Additionally, there are issues with Janowski’s take on the piece. His conducting is, generally, too literal: it’s not exactly promising that the opening chorus drives with all the schwung of an Austrian ländler. What’s more, Mascagni’s Sicilian passions never burn hotly or furiously enough.
That said, Janowski draws playing of textural lucidity from his forces. The rhythmic dissonance in Alfio’s introductory scene dances unsettlingly and the orchestra’s accompaniment to Santuzza’s sequence of duets (between her and Lucia, Turiddu, and Alfio, respecitvely) are admirably clean.
To be sure, the finest contributions on this Cavalleria belong to the MDR Leipzig Radio Choir, from which one gets singing of lush tonal blend, precise diction, and invigorating rhythmic agility. Their appearances are the album’s high points, and include a lovely “Regina coeli” and fervent “Innegia, il Signor.”
If, like me, you missed the first volume of the Orchestra della Svizzera Italiana’s (ODSI) Rossini Project last year, don’t despair: it can still be found. Even better, you can catch up on the earlier release and chase it down right away with a sequel, out now, that is, frankly, superb.
The idea behind the multiyear series is to unearth much of Gioachino Rossini’s less-than-familiar output. And there’s a good deal of that, as this second installment, subtitled “From Naples to Europe,” makes clear.
The biggest piece on it is Rossini’s 40-plus-minute-long “cantata pastorale” La riconoscenza, heard in its debut recording. Much admired during the composer’s lifetime for its virtuosic treatment of the voice, the coloratura riffs shine, thanks, primarily, to the brilliant dexterity of soprano Michela Antenucci and tenor Edgardo Rocha.
Conductor Markus Poschner draws a performance of grace and character from the ODSI, nowhere more so than in the cantata’s delicate, central Terzetto. Additionally, snappy playing and rousing singing marks the aria “De’ gigli nel candor” and short chorus “Splenda vivissima d’Imem la face” that come after La riconoscenza.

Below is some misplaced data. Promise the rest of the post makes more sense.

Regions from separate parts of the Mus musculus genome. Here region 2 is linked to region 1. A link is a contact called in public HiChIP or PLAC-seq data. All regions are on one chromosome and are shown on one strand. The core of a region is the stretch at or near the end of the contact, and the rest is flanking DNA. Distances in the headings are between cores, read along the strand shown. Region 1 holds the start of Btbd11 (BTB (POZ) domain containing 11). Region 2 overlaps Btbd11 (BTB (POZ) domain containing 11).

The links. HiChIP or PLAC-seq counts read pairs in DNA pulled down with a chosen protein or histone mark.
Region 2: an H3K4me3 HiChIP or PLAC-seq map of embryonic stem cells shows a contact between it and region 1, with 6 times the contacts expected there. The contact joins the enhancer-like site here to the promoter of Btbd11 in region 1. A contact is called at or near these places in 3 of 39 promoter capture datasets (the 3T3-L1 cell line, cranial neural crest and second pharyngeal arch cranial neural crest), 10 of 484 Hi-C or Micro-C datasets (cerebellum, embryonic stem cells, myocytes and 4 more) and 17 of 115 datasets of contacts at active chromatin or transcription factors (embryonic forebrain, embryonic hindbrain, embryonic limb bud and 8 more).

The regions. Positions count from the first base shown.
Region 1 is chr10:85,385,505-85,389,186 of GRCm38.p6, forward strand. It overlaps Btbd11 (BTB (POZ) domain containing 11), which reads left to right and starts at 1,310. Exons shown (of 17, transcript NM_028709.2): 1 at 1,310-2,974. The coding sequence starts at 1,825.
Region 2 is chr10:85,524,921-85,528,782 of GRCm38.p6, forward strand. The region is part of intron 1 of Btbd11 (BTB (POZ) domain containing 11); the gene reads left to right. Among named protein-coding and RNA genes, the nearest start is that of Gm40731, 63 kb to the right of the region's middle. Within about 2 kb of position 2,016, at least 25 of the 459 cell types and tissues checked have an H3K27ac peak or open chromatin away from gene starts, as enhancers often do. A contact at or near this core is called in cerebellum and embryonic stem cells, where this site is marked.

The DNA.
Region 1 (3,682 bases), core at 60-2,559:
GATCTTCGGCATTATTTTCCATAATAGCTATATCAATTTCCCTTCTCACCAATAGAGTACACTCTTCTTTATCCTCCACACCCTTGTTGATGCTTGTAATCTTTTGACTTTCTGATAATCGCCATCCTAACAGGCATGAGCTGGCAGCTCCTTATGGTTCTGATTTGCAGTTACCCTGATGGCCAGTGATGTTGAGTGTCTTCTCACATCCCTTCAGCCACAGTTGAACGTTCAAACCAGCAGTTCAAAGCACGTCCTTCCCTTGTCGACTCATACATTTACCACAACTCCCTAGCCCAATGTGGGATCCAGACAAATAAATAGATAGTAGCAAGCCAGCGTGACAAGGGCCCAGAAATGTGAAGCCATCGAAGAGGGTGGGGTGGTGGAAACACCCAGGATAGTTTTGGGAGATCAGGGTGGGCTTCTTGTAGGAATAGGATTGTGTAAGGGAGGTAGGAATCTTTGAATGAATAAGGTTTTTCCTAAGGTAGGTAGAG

The album’s most surprising entry is its first track, the Sinfonia to Rossini’s 1819 opera Ermione. True, all of the familiar Rossini gestures are apparent in the piece – from the floridly accompanied lyrical tune to the catchy riffs and famous “Rossini crescendo” – but it also includes some startling choral interjections.
The ODSI and Coro della Radiotelevisione svizzera deliver a reading of the Sinfonia that’s thoroughly energized, rhythmically, as well as texturally transparent, sparklingly colored, and viscerally felt. Those same qualities mark the orchestra’s account of the Sinfonia to Elisabetta, regina d’Inghilterra (more familiar in its recycled form as the overture to Il barbiere di Siviglia) that wraps up the album.
In all, then, this is a wonderful recording: brilliantly curated, stirringly played and sung, and beautifully recorded. Bring on Volume 3!
Jonathan Blumhofer is a composer and violist who has been active in the greater Boston area since 2004. His music has received numerous awards and been performed by various ensembles, including the American Composers Orchestra, Kiev Philharmonic, Camerata Chicago, Xanthos Ensemble, and Juventas New Music Group. Since receiving his doctorate from Boston University in 2010, Jon has taught at Clark University, Worcester Polytechnic Institute, and online for the University of Phoenix, in addition to writing music criticism for the Worcester Telegram & Gazette.